Charles Schwab Corp (NYSE:SCHW) was a relatively late entrant to the exchange-traded fund arena. The first Schwab ETFs came to market in late 2009, but being late to the party hasn’t prevented the California-based brokerage giant from becoming an ETF behemoth. And the best Schwab ETFs have started to accumulate some serious asset firepower.
As of June 20, Schwab had $77.6 billion in ETF assets under management, making it the fifth-largest U.S. ETF issuer and putting it $30 billion ahead of the sixth-largest sponsor. Schwab’s ascent is due in part to its ability to challenge industry leaders when it comes to fees.
Yes, that even means Vanguard.
In fact, several Schwab ETFs are the least expensive in their respective categories.
Today, Schwab offers 21 exchange-traded funds — a comparatively small lineup relative to other major issuers. Still, Schwab lays legitimate claim to being a low-cost leader. The provider’s most expensive ETF charges 0.4% per year, or $40 on a $10,000 investment. Thrifty investors will love that 13 Schwab ETFs charge just 7 basis points per year or less!
Low fees are great, but they’re not always attached to the best funds. Good news there — some of the best Schwab ETFs are also cheaper than dirt.
Here’s a look at three of the best ETFs that Schwab has to offer.
Best Schwab ETFs: Schwab International Small-Cap Equity ETF (SCHC)
Investors have rightfully bemoaned the performance of U.S. small-cap stocks in 2017. That makes sense considering that the Russell 2000 is up about 4.5% — half of what the S&P 500 has gained year-to-date.
However, international small-caps are leaving their U.S. counterparts in the dust, a point illustrated by the Schwab International Small-Cap Equity ETF (NYSEARCA:SCHC).
This Schwab ETF is up nearly 15% year-to-date, bolstered by investors’ renewed affinity for international developed market stocks. The $1.3 billion SCHC, which tracks the FTSE Developed Small Cap ex-U.S. Liquid Index, is one of the least expensive international small-cap ETFs on the market. More importantly, it has been less volatile than the Russell 2000.
SCHC is a suitable alternative to traditional EAFE (Europe, Australasia and Far East) exposure, though investors should note that it allocates almost 17.3% to Canada — a market often highly correlated to the U.S. Japan, Canada and the U.K. combine for 51.5% of the ETF’s roster. Investors that enjoy ETFs with breadth will also like SCHC, as it boasts more than 1,800 stocks.
Best Schwab ETFs: Schwab Fundamental Emerging Markets Large Company Index ETF (FNDE)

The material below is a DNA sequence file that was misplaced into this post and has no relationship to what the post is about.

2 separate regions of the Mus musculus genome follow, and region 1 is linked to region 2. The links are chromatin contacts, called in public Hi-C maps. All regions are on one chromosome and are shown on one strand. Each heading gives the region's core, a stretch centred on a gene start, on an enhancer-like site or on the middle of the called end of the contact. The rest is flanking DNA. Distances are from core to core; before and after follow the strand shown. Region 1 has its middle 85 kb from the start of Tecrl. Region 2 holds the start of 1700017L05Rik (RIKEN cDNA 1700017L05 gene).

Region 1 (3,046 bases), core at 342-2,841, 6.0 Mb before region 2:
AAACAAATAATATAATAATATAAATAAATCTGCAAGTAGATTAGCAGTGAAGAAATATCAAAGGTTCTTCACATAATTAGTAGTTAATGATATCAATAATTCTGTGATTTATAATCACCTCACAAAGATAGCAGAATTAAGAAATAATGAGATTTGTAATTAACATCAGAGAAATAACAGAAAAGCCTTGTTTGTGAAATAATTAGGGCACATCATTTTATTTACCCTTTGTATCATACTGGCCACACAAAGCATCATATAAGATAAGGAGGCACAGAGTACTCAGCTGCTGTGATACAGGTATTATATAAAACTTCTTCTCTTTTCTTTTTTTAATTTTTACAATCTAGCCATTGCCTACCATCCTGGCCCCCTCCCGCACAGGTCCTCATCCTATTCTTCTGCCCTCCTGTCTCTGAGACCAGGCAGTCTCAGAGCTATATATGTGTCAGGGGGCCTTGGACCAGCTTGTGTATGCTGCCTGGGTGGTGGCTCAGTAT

With the annual fee of 0.4%, the Schwab Fundamental Emerging Markets Large Company Index ETF (NYSEARCA:FNDE) is the most expensive among Schwab ETFs … but still favorably priced compared to other smart-beta emerging markets funds.
FNDE follows the fundamentally weighted Russell RAFI Emerging Markets Large Company Index, giving investors an alternative to traditional emerging markets ETFs. That also means a different look at the country level.
For example, Brazil and Russia — two of the most volatile emerging markets — combine for almost 29% of FNDE’s weight compared to just 9.5% of the MSCI Emerging Markets Index. As a result, this ETF’s three-year standard deviation — a key volatility metric — is 430 basis points higher than what is found on the MSCI Emerging Markets Index.
Still, this is one of the best Schwab ETFs to buy if you’re looking for international growth.
Best Schwab ETFs: Schwab U.S. Large-Cap Growth ETF (SCHG)
That includes the Schwab U.S. Large-Cap Growth ETF (NYSEARCA:SCHG), which is up 14% year-to-date.
Apple, Amazon and Facebook are this Scwab ETF’s three largest holdings among 423 stocks, combining for 13.6% of the fund’s weight. SCHG is typical of many growth ETFs in that it features large weights to the technology and consumer discretionary sectors, which combine to make up nearly half the fund’s assets.
Proving that fees make a difference, SCHG is up 36.2% over the past three years, compared to 35.9% for the competing Vanguard ETF, which charges 0.06% per year.
Note: All of the Schwab ETFs mentioned here can be traded commission-free by Schwab clients.
As of this writing, Todd Schriber did not hold a position in any of the aforementioned securities.